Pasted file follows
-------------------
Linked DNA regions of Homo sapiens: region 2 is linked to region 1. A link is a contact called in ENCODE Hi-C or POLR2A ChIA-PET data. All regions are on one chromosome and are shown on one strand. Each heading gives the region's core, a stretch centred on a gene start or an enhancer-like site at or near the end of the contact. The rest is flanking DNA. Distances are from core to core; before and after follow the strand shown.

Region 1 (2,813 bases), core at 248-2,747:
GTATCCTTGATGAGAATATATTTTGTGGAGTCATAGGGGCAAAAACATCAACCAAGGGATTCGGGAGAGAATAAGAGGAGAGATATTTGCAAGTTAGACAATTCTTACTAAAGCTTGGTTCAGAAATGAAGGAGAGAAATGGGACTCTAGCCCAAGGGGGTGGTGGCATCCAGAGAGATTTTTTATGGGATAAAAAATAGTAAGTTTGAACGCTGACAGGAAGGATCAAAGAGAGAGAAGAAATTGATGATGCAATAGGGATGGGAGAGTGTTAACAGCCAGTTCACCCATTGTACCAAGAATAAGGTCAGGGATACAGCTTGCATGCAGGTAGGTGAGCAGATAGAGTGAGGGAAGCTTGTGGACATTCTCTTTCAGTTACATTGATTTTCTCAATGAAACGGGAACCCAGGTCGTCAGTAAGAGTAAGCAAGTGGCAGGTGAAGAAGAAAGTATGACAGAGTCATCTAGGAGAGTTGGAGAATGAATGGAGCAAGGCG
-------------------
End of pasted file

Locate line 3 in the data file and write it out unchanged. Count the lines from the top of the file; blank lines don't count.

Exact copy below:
GTATCCTTGATGAGAATATATTTTGTGGAGTCATAGGGGCAAAAACATCAACCAAGGGATTCGGGAGAGAATAAGAGGAGAGATATTTGCAAGTTAGACAATTCTTACTAAAGCTTGGTTCAGAAATGAAGGAGAGAAATGGGACTCTAGCCCAAGGGGGTGGTGGCATCCAGAGAGATTTTTTATGGGATAAAAAATAGTAAGTTTGAACGCTGACAGGAAGGATCAAAGAGAGAGAAGAAATTGATGATGCAATAGGGATGGGAGAGTGTTAACAGCCAGTTCACCCATTGTACCAAGAATAAGGTCAGGGATACAGCTTGCATGCAGGTAGGTGAGCAGATAGAGTGAGGGAAGCTTGTGGACATTCTCTTTCAGTTACATTGATTTTCTCAATGAAACGGGAACCCAGGTCGTCAGTAAGAGTAAGCAAGTGGCAGGTGAAGAAGAAAGTATGACAGAGTCATCTAGGAGAGTTGGAGAATGAATGGAGCAAGGCG